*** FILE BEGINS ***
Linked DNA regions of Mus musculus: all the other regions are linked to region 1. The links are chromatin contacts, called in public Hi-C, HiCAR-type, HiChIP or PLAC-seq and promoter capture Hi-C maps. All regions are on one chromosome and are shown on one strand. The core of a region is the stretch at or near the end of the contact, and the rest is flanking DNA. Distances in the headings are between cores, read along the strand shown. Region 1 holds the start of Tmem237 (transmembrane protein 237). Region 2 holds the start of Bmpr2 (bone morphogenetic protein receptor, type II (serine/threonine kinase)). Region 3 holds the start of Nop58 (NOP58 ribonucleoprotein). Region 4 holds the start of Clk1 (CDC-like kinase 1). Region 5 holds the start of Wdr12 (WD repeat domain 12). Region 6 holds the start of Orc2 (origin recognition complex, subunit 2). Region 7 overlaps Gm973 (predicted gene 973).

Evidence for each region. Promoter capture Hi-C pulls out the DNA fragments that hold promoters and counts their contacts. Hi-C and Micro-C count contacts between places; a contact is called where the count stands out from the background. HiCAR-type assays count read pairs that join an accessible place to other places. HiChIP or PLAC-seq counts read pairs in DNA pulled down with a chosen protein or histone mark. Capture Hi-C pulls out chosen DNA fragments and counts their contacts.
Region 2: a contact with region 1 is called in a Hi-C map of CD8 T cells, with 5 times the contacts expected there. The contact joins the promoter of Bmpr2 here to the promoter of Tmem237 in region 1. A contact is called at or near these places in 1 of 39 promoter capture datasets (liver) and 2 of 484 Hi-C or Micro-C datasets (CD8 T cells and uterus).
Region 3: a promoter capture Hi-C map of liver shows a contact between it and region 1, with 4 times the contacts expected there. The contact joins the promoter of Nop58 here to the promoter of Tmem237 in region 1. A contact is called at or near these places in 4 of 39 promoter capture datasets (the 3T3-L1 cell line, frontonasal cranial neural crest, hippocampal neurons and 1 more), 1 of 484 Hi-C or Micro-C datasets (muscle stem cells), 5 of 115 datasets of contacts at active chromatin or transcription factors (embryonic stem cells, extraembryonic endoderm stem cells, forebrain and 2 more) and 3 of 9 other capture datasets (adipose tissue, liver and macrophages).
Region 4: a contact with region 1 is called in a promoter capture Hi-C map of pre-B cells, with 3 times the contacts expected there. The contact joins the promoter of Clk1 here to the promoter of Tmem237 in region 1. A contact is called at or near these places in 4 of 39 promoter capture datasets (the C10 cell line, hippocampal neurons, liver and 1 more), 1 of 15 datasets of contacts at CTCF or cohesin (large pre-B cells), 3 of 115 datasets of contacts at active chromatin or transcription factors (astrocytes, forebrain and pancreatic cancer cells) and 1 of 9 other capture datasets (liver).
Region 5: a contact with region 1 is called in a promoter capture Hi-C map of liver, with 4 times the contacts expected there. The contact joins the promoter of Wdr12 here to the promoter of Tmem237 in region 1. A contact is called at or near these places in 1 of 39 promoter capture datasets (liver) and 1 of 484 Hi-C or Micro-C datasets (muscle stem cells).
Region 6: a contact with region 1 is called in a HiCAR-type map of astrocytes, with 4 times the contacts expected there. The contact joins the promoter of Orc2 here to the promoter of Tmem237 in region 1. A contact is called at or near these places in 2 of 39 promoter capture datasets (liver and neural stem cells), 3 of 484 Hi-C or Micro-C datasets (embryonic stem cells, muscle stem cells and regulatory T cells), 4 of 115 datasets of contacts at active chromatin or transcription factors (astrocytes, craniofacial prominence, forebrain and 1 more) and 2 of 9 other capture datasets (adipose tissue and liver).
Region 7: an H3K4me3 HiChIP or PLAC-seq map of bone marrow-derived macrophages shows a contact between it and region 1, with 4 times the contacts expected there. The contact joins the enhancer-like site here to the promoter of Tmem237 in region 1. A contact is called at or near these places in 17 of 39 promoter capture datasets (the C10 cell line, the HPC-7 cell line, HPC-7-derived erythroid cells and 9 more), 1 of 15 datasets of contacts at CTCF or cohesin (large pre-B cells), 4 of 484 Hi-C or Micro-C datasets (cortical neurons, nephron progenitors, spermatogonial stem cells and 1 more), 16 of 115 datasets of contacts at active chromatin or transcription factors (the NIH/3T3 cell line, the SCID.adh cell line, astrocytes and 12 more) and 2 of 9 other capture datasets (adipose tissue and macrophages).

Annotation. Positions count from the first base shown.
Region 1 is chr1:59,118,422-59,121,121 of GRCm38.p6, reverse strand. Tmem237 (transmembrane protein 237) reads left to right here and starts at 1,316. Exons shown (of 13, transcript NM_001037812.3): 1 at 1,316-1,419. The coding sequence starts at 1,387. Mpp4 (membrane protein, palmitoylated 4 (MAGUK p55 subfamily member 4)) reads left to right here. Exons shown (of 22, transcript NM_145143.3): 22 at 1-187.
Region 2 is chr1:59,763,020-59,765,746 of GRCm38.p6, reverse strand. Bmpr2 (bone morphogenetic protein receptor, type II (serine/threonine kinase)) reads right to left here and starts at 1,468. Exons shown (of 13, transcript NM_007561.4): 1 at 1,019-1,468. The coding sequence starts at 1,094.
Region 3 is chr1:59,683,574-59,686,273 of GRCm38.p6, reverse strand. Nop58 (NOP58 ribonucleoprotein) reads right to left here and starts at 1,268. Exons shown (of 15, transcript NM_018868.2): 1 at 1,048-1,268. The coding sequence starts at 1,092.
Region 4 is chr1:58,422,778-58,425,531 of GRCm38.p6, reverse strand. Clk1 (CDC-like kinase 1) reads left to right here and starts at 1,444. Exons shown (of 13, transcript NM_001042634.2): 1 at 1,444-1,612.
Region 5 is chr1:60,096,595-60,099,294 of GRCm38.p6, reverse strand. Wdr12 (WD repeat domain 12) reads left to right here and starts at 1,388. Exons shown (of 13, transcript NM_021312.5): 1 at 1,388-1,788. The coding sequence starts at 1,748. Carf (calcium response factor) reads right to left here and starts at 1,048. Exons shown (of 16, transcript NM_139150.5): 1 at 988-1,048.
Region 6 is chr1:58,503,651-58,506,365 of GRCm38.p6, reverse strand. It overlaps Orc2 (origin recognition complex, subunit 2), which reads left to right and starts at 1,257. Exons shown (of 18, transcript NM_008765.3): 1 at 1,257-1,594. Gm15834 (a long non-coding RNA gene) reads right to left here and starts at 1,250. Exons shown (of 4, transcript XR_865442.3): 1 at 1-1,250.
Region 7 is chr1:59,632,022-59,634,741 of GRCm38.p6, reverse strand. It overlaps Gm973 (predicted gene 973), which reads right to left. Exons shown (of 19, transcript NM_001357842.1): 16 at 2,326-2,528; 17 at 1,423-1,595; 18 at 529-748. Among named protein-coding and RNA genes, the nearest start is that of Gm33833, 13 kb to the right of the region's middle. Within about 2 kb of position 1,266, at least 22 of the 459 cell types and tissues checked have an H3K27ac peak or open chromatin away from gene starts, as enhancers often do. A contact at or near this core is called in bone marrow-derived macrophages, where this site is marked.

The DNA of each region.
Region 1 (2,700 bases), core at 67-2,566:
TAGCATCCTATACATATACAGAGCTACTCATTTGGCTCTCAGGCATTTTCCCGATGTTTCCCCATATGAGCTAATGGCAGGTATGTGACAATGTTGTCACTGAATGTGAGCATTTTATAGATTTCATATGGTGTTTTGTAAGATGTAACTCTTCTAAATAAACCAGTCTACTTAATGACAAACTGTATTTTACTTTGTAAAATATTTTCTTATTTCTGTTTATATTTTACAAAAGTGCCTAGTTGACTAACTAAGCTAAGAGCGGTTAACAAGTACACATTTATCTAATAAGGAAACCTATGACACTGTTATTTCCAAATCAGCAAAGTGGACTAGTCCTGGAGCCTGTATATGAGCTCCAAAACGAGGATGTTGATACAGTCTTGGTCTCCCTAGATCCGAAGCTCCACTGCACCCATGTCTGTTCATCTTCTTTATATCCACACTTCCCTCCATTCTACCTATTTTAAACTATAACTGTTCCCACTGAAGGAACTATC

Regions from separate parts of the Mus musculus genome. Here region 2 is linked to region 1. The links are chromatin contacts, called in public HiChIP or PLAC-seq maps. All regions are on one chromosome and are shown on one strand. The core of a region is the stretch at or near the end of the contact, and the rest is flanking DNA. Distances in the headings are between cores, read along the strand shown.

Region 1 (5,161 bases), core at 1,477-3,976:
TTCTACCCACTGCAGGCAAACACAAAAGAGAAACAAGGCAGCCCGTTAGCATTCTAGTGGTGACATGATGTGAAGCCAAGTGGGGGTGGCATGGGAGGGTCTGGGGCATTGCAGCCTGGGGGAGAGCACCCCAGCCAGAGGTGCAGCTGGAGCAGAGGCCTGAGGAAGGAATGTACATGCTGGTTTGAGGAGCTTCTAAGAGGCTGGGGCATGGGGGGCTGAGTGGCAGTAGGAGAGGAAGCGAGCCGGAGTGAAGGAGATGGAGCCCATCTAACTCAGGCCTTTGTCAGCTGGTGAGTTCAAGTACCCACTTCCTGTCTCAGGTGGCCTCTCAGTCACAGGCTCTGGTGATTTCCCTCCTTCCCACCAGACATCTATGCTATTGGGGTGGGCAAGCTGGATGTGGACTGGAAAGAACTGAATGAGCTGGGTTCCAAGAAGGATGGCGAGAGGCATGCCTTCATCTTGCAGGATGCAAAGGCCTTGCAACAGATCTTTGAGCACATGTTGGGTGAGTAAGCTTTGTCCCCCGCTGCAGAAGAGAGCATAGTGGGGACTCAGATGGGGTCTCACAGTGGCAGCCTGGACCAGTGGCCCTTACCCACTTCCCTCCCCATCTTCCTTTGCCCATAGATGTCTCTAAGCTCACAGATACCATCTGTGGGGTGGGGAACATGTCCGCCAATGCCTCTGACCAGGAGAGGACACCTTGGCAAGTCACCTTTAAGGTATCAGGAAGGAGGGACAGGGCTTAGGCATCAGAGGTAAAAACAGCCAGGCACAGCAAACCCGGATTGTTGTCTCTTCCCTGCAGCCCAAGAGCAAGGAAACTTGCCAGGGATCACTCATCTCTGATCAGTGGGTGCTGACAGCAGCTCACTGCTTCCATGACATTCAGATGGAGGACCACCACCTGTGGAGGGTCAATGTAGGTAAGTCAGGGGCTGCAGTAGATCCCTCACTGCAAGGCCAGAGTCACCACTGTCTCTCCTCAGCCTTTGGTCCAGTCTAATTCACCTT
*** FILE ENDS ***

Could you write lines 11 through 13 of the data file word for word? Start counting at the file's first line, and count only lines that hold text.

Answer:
Region 2 is chr1:59,763,020-59,765,746 of GRCm38.p6, reverse strand. Bmpr2 (bone morphogenetic protein receptor, type II (serine/threonine kinase)) reads right to left here and starts at 1,468. Exons shown (of 13, transcript NM_007561.4): 1 at 1,019-1,468. The coding sequence starts at 1,094.
Region 3 is chr1:59,683,574-59,686,273 of GRCm38.p6, reverse strand. Nop58 (NOP58 ribonucleoprotein) reads right to left here and starts at 1,268. Exons shown (of 15, transcript NM_018868.2): 1 at 1,048-1,268. The coding sequence starts at 1,092.
Region 4 is chr1:58,422,778-58,425,531 of GRCm38.p6, reverse strand. Clk1 (CDC-like kinase 1) reads left to right here and starts at 1,444. Exons shown (of 13, transcript NM_001042634.2): 1 at 1,444-1,612.